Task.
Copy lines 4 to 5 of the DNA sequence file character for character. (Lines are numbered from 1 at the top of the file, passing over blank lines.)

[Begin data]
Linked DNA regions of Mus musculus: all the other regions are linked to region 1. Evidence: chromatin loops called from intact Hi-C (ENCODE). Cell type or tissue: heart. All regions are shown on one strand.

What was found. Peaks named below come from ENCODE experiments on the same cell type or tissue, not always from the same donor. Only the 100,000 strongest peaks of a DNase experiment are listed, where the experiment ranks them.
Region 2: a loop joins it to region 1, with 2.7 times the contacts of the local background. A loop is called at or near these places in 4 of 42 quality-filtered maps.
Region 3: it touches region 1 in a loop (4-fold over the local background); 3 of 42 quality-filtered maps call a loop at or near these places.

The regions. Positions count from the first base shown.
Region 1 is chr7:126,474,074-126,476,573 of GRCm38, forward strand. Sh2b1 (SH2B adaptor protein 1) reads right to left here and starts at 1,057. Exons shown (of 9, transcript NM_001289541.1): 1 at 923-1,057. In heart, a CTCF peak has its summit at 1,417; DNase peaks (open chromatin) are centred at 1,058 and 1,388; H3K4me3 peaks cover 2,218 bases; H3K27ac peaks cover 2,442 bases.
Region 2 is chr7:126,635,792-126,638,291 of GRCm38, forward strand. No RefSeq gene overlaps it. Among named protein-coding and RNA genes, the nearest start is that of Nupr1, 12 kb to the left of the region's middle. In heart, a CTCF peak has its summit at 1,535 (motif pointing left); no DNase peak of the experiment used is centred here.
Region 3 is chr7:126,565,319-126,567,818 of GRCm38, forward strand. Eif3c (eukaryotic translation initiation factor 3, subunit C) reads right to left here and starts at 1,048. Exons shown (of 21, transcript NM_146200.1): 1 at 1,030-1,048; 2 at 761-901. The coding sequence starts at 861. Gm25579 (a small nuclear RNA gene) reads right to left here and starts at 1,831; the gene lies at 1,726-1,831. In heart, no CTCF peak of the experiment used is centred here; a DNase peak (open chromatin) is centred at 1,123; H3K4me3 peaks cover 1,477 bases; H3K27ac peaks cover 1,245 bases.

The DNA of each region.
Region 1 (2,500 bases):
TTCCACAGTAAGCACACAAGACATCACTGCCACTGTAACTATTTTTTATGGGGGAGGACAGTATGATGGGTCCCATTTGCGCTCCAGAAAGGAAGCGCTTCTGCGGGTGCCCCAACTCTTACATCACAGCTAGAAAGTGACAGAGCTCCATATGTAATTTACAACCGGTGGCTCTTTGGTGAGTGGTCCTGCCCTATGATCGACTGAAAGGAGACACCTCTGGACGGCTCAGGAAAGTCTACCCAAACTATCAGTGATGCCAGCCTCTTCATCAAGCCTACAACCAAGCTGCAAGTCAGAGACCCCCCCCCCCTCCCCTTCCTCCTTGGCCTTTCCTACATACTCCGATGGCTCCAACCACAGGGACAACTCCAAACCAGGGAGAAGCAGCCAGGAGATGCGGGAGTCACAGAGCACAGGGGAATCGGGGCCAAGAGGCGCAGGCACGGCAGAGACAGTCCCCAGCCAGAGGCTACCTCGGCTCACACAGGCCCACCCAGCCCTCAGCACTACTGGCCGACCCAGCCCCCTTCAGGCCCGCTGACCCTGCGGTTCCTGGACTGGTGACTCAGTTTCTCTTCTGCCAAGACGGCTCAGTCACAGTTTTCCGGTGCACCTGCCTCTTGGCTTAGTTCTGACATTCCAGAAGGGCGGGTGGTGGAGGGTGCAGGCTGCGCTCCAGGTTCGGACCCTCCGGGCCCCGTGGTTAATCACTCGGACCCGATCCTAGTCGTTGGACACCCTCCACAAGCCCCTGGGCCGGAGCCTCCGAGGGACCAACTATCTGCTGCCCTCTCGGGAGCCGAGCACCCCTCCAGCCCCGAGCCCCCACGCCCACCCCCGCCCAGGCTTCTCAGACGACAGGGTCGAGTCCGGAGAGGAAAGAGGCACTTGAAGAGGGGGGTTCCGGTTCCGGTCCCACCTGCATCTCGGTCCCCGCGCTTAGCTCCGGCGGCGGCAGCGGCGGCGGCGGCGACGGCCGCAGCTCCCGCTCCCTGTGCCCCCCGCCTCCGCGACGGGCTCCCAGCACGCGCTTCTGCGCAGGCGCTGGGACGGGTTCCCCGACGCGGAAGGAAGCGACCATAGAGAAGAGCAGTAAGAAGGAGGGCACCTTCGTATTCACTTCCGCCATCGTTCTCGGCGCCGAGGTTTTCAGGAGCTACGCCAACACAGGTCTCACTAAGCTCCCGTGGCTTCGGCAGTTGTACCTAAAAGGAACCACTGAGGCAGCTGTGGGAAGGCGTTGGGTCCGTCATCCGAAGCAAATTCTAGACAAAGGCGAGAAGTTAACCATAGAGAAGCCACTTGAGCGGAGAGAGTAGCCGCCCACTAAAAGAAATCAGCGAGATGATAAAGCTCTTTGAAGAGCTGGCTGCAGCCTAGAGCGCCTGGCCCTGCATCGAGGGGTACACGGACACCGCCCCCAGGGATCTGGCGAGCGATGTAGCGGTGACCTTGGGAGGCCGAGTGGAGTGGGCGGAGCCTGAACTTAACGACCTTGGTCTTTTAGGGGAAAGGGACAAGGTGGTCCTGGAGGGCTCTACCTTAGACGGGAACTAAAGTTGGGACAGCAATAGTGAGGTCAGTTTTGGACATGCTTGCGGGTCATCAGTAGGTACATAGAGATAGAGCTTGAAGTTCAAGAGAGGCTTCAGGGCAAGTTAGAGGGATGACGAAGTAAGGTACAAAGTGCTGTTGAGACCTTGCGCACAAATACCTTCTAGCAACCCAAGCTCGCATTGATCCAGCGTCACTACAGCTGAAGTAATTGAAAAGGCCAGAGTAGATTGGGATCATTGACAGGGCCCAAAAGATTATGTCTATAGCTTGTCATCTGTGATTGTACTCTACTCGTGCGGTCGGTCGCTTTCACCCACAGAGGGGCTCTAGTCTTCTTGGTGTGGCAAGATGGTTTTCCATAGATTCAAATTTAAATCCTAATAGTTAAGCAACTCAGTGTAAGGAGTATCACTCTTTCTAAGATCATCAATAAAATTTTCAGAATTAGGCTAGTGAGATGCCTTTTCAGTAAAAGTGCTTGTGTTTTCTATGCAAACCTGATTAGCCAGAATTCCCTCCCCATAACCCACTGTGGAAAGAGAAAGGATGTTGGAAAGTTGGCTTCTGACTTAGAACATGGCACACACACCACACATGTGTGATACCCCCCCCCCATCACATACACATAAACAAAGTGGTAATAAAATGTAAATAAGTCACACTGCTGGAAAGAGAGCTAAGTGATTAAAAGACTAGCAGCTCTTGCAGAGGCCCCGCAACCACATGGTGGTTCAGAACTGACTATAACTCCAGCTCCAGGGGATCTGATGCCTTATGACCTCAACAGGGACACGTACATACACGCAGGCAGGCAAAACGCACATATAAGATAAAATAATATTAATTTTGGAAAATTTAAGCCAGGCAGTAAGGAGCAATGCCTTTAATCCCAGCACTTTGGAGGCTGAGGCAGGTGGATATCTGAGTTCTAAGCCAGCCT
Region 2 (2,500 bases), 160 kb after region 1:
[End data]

Region 3: it touches region 1 in a loop (4-fold over the local background); 3 of 42 quality-filtered maps call a loop at or near these places.

The regions. Positions count from the first base shown.